10 December 2015 marked the 65th anniversary of the International Human Rights Day, which the international community celebrates annually to commemorate the adoption of the Universal Declaration of Human Rights (UDHR) in 1948. The UDHR is arguably the first global document to pronounce on human rights standards that countries ought to aspire to. Though not a treaty itself and therefore not binding on Member States, the UDHR serves as the cornerstone for the definition of human rights and fundamental freedoms as outlined in the United Nations Charter, which is legally binding on all State Parties including Eritrea which joined the United Nations(UN) in 1993.
The UDHR is also the bedrock upon which treaties such the International Covenant on Civil and Political Rights (ICCPR) and the International Covenant on Economic, Social and Cultural Rights (ICESCR) were founded. Eritrea has notably ratified both covenants, further and invariably placing upon itself a legal obligation to abide by the human rights norms enunciated in the declaration as well as other ratified treaties.
The United Nations General Assembly held its Seventieth Session in October 2015, during which the Minister of Foreign Affairs of Eritrea, H.E. Mr. Osman Saleh, was invited to address the assembly. In his speech, the Honourable Minister declared that Eritrea is making remarkable progress in building a nation founded on the respect for human rights, contrary to what he described as “unfair and baseless accusations” of human rights violations that Eritrea has been subjected to. But is Eritrea truly making the progress that it has committed itself to in terms of the UDHR? Is it being unfairly targeted by the international community? These questions warrant an examination of some of the observations on the state of human rights in Eritrea made by treaty bodies and the Commission of Inquiry (COI) on the situation of human rights in Eritrea.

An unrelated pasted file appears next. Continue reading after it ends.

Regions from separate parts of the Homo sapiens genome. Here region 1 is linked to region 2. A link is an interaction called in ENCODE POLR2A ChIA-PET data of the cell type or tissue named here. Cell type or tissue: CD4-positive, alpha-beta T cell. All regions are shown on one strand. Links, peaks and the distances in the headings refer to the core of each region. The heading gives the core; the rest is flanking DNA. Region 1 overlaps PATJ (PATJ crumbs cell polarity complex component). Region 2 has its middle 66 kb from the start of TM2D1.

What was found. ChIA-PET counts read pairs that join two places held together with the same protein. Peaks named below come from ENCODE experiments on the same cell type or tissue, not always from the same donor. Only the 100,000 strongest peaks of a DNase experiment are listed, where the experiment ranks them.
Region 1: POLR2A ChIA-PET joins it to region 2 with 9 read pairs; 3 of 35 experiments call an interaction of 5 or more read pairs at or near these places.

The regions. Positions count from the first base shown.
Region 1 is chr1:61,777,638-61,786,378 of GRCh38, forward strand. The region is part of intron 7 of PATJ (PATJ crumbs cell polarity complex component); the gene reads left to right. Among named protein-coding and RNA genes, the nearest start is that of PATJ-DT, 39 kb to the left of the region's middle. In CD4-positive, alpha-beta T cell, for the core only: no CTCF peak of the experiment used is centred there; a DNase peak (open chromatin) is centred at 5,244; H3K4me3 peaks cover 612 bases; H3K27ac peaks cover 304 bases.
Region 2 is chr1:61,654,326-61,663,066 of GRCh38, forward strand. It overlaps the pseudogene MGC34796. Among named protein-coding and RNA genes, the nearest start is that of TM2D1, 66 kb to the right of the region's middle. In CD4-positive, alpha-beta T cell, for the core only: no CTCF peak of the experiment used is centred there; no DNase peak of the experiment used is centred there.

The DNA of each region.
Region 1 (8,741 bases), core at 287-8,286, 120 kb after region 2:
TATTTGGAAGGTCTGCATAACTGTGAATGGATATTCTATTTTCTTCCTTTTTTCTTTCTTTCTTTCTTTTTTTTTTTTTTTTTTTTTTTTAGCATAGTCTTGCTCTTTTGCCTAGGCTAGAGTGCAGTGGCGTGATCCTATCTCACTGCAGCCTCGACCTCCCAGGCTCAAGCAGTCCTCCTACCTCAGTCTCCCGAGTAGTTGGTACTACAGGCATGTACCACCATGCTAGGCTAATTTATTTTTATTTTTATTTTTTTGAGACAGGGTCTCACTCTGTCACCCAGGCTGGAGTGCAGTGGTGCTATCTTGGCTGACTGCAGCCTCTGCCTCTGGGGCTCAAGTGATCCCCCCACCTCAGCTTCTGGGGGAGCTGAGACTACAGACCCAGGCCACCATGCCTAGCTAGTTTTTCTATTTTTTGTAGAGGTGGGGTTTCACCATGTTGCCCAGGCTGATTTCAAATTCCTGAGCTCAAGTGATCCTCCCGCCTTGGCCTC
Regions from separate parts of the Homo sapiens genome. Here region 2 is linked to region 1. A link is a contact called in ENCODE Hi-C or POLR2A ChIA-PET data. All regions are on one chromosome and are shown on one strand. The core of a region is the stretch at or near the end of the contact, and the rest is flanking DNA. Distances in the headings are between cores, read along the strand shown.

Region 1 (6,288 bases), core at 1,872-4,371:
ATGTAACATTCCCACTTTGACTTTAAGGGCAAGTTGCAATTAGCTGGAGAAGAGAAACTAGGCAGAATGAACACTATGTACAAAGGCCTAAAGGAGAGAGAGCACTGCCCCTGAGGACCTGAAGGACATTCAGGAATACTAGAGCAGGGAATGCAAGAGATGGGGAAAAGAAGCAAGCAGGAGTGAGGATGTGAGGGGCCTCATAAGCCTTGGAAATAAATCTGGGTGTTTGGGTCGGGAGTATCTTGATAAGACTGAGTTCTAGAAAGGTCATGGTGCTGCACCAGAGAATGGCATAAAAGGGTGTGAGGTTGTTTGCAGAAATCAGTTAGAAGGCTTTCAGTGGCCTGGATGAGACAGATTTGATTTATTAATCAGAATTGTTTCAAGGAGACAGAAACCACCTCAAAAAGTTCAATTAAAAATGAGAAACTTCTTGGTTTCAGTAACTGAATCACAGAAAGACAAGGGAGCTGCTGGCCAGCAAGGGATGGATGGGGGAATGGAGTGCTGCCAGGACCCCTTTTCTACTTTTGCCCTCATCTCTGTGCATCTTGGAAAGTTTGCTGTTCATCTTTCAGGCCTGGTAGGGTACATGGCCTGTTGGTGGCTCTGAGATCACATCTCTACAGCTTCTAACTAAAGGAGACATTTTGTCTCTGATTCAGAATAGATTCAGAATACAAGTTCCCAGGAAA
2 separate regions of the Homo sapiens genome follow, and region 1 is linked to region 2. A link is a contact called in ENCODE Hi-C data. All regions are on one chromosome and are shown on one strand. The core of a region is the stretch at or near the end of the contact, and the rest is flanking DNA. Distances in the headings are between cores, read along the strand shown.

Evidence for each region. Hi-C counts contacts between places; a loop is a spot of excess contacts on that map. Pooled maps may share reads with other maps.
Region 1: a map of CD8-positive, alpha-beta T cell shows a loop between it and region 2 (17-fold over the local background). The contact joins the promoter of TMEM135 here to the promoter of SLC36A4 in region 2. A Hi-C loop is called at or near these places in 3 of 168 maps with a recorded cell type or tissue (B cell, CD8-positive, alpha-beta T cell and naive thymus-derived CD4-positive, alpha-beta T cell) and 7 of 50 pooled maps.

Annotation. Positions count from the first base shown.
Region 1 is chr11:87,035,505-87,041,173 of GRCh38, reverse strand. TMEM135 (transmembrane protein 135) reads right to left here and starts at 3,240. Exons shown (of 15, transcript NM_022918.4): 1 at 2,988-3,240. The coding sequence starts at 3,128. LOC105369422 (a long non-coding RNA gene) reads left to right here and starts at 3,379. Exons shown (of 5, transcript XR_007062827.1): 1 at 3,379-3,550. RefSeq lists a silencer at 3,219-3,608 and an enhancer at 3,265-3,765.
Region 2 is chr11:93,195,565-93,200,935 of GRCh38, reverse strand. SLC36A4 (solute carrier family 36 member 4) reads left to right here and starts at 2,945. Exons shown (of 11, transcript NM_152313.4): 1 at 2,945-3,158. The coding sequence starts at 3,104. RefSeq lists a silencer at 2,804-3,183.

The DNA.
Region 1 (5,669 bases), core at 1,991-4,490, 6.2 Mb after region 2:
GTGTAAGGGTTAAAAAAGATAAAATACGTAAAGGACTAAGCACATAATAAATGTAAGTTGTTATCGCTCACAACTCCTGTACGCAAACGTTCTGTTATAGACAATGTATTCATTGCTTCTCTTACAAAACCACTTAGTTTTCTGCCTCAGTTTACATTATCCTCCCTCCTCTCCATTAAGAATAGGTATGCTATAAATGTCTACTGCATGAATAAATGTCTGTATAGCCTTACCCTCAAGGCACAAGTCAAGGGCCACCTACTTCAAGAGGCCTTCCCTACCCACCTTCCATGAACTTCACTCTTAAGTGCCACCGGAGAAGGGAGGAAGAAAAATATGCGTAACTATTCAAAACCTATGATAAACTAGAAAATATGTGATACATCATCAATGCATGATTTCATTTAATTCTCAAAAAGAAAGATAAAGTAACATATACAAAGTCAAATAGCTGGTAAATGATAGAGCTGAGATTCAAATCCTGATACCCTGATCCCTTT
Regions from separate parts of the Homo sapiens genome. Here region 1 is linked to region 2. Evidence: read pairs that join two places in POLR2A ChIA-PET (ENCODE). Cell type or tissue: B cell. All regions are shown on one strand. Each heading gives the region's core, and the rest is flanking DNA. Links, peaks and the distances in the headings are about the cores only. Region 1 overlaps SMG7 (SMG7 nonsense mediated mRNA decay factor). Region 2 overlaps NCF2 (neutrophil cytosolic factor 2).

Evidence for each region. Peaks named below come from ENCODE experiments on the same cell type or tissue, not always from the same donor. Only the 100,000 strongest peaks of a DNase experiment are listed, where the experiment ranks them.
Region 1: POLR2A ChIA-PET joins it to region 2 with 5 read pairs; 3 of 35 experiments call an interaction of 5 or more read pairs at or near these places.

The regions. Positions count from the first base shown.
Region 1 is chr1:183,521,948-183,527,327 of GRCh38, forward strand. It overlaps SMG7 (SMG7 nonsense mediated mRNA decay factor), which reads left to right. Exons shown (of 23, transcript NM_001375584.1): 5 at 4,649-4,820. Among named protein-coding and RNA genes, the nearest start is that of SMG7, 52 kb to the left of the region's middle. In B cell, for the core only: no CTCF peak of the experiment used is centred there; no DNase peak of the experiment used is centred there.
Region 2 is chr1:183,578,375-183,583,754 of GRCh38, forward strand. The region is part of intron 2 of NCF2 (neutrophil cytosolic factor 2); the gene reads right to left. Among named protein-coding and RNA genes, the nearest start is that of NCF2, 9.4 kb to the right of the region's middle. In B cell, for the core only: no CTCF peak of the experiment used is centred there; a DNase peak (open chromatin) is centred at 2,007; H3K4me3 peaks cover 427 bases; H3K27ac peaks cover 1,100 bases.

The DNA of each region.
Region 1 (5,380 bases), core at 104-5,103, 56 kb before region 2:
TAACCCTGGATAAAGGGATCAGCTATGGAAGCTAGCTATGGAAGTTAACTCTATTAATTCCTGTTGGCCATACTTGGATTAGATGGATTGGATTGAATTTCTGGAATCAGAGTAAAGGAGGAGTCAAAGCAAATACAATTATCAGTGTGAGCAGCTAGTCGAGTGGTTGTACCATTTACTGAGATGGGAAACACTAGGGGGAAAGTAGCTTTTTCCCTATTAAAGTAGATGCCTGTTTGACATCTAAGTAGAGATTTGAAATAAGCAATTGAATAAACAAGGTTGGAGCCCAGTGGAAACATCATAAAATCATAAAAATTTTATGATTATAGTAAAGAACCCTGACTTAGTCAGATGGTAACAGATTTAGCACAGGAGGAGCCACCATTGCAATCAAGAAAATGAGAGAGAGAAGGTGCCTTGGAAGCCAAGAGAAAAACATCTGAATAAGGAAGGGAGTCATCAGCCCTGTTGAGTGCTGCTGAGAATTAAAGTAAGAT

The Ethiopian government often associates its developmental ideology with the East Asian model, while at the same time defining itself as a progressive democratic government. Paradoxically, the government defends itself from prodemocracy critics by arguing that food security comes first, then slowly comes democracy. Within this context, I analyse the right to food as a legal concept and how it can be used as a means to achieve food security in Ethiopia.
Ethiopia has ratified and adopted the main instruments establishing the right to food such as the Universal Declaration of Human Rights, the International Covenant on Civil and Political Rights; the International Covenant on Economic, Social and Cultural Rights; the Covenant on the Rights of the Child; the Convention on the Elimination of All forms of Discrimination Against Women; and the African Charter on Peoples’ Rights. Ethiopia is also bound by international humanitarian law, having ratified the Geneva Convention of 1999 and the Additional Protocols thereto of 1977.